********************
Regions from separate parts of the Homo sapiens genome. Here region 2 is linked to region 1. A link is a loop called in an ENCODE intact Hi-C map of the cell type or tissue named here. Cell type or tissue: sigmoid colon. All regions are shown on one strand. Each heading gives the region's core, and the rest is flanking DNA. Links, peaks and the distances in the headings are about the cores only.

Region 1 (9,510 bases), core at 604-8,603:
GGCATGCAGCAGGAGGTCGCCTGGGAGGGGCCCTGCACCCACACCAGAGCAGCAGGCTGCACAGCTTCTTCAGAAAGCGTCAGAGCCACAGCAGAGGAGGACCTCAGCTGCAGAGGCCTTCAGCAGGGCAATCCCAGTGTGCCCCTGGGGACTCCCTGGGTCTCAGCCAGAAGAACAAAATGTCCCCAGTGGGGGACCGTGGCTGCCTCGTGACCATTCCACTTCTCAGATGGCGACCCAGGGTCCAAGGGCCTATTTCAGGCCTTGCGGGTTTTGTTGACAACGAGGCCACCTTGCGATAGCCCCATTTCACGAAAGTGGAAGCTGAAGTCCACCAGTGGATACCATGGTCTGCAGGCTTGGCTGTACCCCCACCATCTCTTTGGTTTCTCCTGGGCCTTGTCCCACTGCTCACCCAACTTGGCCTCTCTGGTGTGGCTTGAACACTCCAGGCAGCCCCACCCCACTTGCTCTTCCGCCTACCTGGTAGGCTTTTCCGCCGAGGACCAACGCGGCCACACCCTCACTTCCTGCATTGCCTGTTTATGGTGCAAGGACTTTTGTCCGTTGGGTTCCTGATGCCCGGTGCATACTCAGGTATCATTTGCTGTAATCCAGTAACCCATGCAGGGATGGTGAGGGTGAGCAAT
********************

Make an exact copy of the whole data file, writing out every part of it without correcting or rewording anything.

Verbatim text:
Regions from separate parts of the Homo sapiens genome. Here region 2 is linked to region 1. A link is a loop called in an ENCODE intact Hi-C map of the cell type or tissue named here. Cell type or tissue: sigmoid colon. All regions are shown on one strand. Each heading gives the region's core, and the rest is flanking DNA. Links, peaks and the distances in the headings are about the cores only.

Region 1 (9,510 bases), core at 604-8,603:
GGCATGCAGCAGGAGGTCGCCTGGGAGGGGCCCTGCACCCACACCAGAGCAGCAGGCTGCACAGCTTCTTCAGAAAGCGTCAGAGCCACAGCAGAGGAGGACCTCAGCTGCAGAGGCCTTCAGCAGGGCAATCCCAGTGTGCCCCTGGGGACTCCCTGGGTCTCAGCCAGAAGAACAAAATGTCCCCAGTGGGGGACCGTGGCTGCCTCGTGACCATTCCACTTCTCAGATGGCGACCCAGGGTCCAAGGGCCTATTTCAGGCCTTGCGGGTTTTGTTGACAACGAGGCCACCTTGCGATAGCCCCATTTCACGAAAGTGGAAGCTGAAGTCCACCAGTGGATACCATGGTCTGCAGGCTTGGCTGTACCCCCACCATCTCTTTGGTTTCTCCTGGGCCTTGTCCCACTGCTCACCCAACTTGGCCTCTCTGGTGTGGCTTGAACACTCCAGGCAGCCCCACCCCACTTGCTCTTCCGCCTACCTGGTAGGCTTTTCCGCCGAGGACCAACGCGGCCACACCCTCACTTCCTGCATTGCCTGTTTATGGTGCAAGGACTTTTGTCCGTTGGGTTCCTGATGCCCGGTGCATACTCAGGTATCATTTGCTGTAATCCAGTAACCCATGCAGGGATGGTGAGGGTGAGCAAT